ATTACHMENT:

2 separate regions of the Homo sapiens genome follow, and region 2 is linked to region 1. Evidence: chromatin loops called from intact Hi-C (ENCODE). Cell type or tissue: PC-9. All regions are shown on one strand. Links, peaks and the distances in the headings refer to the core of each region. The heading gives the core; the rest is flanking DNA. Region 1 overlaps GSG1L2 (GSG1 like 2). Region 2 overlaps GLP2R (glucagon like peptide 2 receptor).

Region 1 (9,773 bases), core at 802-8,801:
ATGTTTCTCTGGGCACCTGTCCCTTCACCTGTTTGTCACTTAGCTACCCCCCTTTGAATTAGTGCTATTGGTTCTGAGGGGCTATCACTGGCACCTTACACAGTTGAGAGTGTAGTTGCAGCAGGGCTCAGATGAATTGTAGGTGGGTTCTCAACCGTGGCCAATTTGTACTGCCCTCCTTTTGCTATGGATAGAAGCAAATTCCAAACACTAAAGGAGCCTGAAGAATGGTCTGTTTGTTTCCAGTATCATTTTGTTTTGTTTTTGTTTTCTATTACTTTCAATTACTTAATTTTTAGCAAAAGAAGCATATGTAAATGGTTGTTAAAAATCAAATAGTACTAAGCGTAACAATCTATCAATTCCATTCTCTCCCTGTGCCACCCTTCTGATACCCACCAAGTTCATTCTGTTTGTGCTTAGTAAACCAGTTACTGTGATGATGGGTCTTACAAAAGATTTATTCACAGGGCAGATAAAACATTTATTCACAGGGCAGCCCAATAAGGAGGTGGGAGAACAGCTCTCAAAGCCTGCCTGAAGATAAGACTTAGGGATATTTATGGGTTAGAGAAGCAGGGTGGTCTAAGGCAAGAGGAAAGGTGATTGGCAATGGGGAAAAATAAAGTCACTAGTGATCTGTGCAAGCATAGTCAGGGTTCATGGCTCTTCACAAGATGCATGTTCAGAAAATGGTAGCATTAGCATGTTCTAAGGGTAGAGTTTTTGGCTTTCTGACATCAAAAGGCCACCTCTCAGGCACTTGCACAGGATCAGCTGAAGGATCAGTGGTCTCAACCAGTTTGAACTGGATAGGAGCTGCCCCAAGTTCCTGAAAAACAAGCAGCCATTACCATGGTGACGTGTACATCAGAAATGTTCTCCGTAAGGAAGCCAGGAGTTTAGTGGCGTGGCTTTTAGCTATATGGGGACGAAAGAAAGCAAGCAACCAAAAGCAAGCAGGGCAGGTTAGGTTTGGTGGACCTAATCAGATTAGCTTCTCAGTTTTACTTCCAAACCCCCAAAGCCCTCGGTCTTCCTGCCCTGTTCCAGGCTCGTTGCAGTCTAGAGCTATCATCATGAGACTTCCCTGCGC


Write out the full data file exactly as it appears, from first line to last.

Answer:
2 separate regions of the Homo sapiens genome follow, and region 2 is linked to region 1. Evidence: chromatin loops called from intact Hi-C (ENCODE). Cell type or tissue: PC-9. All regions are shown on one strand. Links, peaks and the distances in the headings refer to the core of each region. The heading gives the core; the rest is flanking DNA. Region 1 overlaps GSG1L2 (GSG1 like 2). Region 2 overlaps GLP2R (glucagon like peptide 2 receptor).

Region 1 (9,773 bases), core at 802-8,801:
ATGTTTCTCTGGGCACCTGTCCCTTCACCTGTTTGTCACTTAGCTACCCCCCTTTGAATTAGTGCTATTGGTTCTGAGGGGCTATCACTGGCACCTTACACAGTTGAGAGTGTAGTTGCAGCAGGGCTCAGATGAATTGTAGGTGGGTTCTCAACCGTGGCCAATTTGTACTGCCCTCCTTTTGCTATGGATAGAAGCAAATTCCAAACACTAAAGGAGCCTGAAGAATGGTCTGTTTGTTTCCAGTATCATTTTGTTTTGTTTTTGTTTTCTATTACTTTCAATTACTTAATTTTTAGCAAAAGAAGCATATGTAAATGGTTGTTAAAAATCAAATAGTACTAAGCGTAACAATCTATCAATTCCATTCTCTCCCTGTGCCACCCTTCTGATACCCACCAAGTTCATTCTGTTTGTGCTTAGTAAACCAGTTACTGTGATGATGGGTCTTACAAAAGATTTATTCACAGGGCAGATAAAACATTTATTCACAGGGCAGCCCAATAAGGAGGTGGGAGAACAGCTCTCAAAGCCTGCCTGAAGATAAGACTTAGGGATATTTATGGGTTAGAGAAGCAGGGTGGTCTAAGGCAAGAGGAAAGGTGATTGGCAATGGGGAAAAATAAAGTCACTAGTGATCTGTGCAAGCATAGTCAGGGTTCATGGCTCTTCACAAGATGCATGTTCAGAAAATGGTAGCATTAGCATGTTCTAAGGGTAGAGTTTTTGGCTTTCTGACATCAAAAGGCCACCTCTCAGGCACTTGCACAGGATCAGCTGAAGGATCAGTGGTCTCAACCAGTTTGAACTGGATAGGAGCTGCCCCAAGTTCCTGAAAAACAAGCAGCCATTACCATGGTGACGTGTACATCAGAAATGTTCTCCGTAAGGAAGCCAGGAGTTTAGTGGCGTGGCTTTTAGCTATATGGGGACGAAAGAAAGCAAGCAACCAAAAGCAAGCAGGGCAGGTTAGGTTTGGTGGACCTAATCAGATTAGCTTCTCAGTTTTACTTCCAAACCCCCAAAGCCCTCGGTCTTCCTGCCCTGTTCCAGGCTCGTTGCAGTCTAGAGCTATCATCATGAGACTTCCCTGCGC